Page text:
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New Orleans, a city of mystery and magic, of secrets and dreams, and a history drenched in both love and the deepest of heartache.

When ballet dancer Clara Campbell arrives in New Orleans, lonely and homesick, she is immediately captivated by the story of Windisle Plantation and the tragic tale that is said to have transpired beyond its gate. Legend has it that it is abandoned by all living souls, but to Clara’s great surprise, it is not a ghost she hears through the stone wall surrounding the property, but a flesh and blood man. A scarred stranger with a pain deeper and darker than the churning waters of the Mississippi river that flows beside his self-imposed prison.

The ruined man behind the wall hides himself from the world. The last thing he expects is to find a friend in the selfless girl who speaks to him through the cracks in the rock. The girl who keeps returning week after week. The girl who makes him wish for things he has long since given up on. The girl who strikes both fear and hope within his wounded heart. But there can be no future for them, no life beyond Windisle, for no one knows better than him that monsters only live in the dark.

The Wish Collector is the story of shame and triumph, of loneliness and love, and the miracle of two hearts connecting despite the strongest of barriers between them.


Mia Sheridan


A breathtaking new romance is available now from one of my favourite storytellers, and I have the Prologue to share with you.

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Jonah‘s whistle echoed off the marble walls as he strode purposefully down the empty courthouse hall. Glancing at the domed ceiling, he inhaled deeply, appreciating the timeless smell of law and order. God, I love it here, he mused, satisfaction filling his chest.

He’d been coming to the Orleans Parish Criminal District Court since he was just a boy, trailing behind his father and hoping someday to be looked at in the same way others had eyed his dad—with respect, but also laced with a hint of fear.

“If others don’t fear you a little, son, you’re not doing it right.” Of course, his dad applied that same theory to his parenting as well. If anyone ruled his home with an iron fist, it was Edward Chamberlain.

“Have a good day, Mr. Chamberlain,” said the blonde attorney in the pencil skirt as she passed through the metal detector. She was entering on the other side and looked over her shoulder as she passed, running her eyes quickly down his body and biting her full bottom lip. She’d been sending him come hither signals for weeks, and although he’d been too busy to indulge in extracurricular activities, as soon as this case was over, he was going to take her up on her “offer.” The thought of peeling that conservative suit off her shapely body and finding out what she wore beneath caused a pleasant twitch between his legs.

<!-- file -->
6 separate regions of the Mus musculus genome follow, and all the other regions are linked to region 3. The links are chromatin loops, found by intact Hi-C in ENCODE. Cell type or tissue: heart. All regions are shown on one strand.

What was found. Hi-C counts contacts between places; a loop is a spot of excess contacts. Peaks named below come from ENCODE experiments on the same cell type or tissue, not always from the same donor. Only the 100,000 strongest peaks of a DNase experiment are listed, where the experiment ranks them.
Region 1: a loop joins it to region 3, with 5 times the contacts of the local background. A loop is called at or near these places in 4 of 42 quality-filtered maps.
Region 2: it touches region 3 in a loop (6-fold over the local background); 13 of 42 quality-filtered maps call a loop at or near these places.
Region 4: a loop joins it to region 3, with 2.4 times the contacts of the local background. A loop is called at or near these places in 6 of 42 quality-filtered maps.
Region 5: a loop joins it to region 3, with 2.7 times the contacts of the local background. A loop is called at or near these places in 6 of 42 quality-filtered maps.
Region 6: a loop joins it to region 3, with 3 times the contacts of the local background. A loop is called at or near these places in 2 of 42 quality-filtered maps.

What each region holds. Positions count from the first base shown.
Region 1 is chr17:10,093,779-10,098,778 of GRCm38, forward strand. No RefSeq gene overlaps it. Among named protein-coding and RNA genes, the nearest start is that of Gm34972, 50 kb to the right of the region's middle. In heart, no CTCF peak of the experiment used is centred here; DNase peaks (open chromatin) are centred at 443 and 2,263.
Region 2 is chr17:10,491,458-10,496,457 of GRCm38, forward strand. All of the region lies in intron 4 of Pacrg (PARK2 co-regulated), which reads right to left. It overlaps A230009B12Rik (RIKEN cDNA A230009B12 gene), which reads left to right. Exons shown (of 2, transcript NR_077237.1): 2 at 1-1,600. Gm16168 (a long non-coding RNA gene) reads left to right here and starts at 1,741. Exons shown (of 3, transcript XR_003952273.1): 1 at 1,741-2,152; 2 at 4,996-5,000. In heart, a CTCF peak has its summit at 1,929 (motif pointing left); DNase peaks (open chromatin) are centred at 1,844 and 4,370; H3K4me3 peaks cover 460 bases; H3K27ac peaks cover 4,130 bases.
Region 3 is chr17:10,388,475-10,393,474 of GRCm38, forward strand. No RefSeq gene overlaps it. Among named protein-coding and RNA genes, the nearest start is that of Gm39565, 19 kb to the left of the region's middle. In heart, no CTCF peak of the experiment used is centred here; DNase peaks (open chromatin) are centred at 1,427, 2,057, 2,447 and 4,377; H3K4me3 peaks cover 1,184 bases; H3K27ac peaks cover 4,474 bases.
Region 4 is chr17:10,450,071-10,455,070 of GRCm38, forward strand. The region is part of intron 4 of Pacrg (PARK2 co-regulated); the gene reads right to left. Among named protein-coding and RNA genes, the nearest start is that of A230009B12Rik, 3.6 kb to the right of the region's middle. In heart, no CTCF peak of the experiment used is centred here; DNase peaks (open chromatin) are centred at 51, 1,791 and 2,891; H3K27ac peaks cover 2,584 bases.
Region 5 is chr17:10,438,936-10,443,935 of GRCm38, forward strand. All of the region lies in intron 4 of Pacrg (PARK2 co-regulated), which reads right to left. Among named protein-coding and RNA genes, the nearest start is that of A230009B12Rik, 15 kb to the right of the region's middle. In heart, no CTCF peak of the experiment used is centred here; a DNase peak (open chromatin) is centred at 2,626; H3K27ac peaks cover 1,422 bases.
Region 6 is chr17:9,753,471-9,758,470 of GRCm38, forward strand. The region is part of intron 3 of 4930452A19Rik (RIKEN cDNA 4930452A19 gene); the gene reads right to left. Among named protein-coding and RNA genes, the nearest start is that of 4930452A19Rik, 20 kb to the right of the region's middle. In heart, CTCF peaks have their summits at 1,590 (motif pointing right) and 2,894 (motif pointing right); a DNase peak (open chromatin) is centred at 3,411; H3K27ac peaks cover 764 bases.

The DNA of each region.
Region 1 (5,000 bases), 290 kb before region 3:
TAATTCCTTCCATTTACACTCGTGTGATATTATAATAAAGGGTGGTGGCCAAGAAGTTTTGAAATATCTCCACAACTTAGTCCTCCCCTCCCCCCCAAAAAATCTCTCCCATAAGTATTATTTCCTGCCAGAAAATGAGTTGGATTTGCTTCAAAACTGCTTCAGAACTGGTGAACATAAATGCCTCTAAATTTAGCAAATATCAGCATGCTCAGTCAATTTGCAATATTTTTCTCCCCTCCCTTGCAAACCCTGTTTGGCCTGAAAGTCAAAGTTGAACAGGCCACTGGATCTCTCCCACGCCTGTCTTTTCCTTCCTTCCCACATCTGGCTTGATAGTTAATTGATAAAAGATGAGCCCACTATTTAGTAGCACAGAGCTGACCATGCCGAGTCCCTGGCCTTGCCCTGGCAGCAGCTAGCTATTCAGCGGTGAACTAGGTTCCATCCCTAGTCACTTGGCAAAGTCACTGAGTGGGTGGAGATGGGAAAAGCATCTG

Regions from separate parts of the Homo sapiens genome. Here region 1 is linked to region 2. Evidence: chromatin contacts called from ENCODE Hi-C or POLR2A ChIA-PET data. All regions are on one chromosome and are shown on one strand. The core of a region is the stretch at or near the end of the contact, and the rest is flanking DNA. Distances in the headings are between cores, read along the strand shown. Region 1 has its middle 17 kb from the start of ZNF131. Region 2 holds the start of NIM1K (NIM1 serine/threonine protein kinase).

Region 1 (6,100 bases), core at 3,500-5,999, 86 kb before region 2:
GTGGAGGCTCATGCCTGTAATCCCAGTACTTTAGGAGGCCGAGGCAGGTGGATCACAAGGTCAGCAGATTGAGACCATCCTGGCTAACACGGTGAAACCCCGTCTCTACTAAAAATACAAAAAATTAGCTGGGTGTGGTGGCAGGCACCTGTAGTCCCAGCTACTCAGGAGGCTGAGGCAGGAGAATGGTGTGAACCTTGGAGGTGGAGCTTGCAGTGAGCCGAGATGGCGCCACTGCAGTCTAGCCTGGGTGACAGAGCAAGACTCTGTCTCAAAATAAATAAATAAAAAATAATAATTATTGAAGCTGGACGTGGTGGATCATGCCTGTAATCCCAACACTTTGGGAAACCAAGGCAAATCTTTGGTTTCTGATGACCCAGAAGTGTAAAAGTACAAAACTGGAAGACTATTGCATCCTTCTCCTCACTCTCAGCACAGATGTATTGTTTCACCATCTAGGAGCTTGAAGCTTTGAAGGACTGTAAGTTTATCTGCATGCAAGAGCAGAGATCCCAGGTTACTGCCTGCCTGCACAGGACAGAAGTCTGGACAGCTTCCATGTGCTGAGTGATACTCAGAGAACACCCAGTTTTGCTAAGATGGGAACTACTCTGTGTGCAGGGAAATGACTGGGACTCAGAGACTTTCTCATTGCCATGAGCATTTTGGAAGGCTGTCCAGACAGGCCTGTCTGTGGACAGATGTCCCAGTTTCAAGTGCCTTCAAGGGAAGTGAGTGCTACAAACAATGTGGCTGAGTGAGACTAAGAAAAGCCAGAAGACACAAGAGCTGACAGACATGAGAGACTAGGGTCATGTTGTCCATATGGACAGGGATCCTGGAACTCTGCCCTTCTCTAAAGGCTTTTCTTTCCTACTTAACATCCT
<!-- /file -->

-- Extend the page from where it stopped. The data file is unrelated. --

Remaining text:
He jogged down the stone steps outside, swinging his leather briefcase by his side. The world is my goddamned oyster, he thought with a grin.

Applegate, Knowles, and Fennimore was less than a mile from the courthouse and he chose to walk, whistling again—that damn song that had been stuck in his head since Palmer Applegate’s retirement party two days before.

Palmer was the senior of all the senior partners at the firm, who, by the way, wasn’t anywhere close to a jolly good fellow. The old guy was a “Stodgy, Lifeless Bore,” but Jonah supposed a tune by that name might not have gone over quite so well at an honorary event. In any case, he would now be boring his new trophy wife on a full-time basis rather than the rest of the employees at the firm Jonah had been hired at six months ago.

The prestigious law firm occupied the entire top two floors of the brick building Jonah entered, whistling a few bars yet again as the door swung shut behind him.

That nobody can deny!

The elevator ascended smoothly, dinging as the doors slid open.

“Good afternoon, sir,” his secretary, Iris, greeted.

“Iris. Any—” His words cut off abruptly when the man sitting in a chair in the small waiting room to his left stood. Justin.

“Sir, I told this gentleman your schedule was packed but—”

Jonah gave her a nod, concealing a grimace. “It’s okay, Iris. This is my brother, Justin.”

“Oh,” Iris said. “I didn’t realize . . .”

It spoke to how little anyone at the firm really knew him—though he spent the majority of his time there—that they didn’t know Justin Chamberlain was his brother. Justin was a lawyer as well, though the law firm Justin worked for was in a far different zip code, and from what Jonah could tell, took on more pro bono cases than paid clients. It was a wonder they could afford office space at all.

He gripped his brother’s hand, smiling as they shook. “What’s up, bro? Long time no see.”

Justin gave him a thin smile. “Do you have a minute?”

“Not really—”

“It’s important.” Justin shoved a hand through his dark brown hair, exposing the Chamberlain widow’s peak before his hair flopped over his forehead again.

Jonah glanced pointedly at his Rolex as Justin continued. “I’ve been calling you for weeks now. I even stopped by your apartment a couple of times.”

Jonah sighed. He’d received the messages. He just hadn’t had time to call his brother back. What the hell could be that important anyway?

He signaled Justin to follow him to his office down the hall. “I’ve been slammed. You know I’m in the middle of this big case. I’m preparing to cross-examine the victim tomorrow. This could be—”

“That’s what I want to talk to you about.” Justin shut Jonah’s door, and Jonah felt a moment of pride as he watched his brother take in the small but luxurious office with a glimpse of the New Orleans skyline out the window. But when he turned his eyes back to Jonah, Justin’s expression was grim.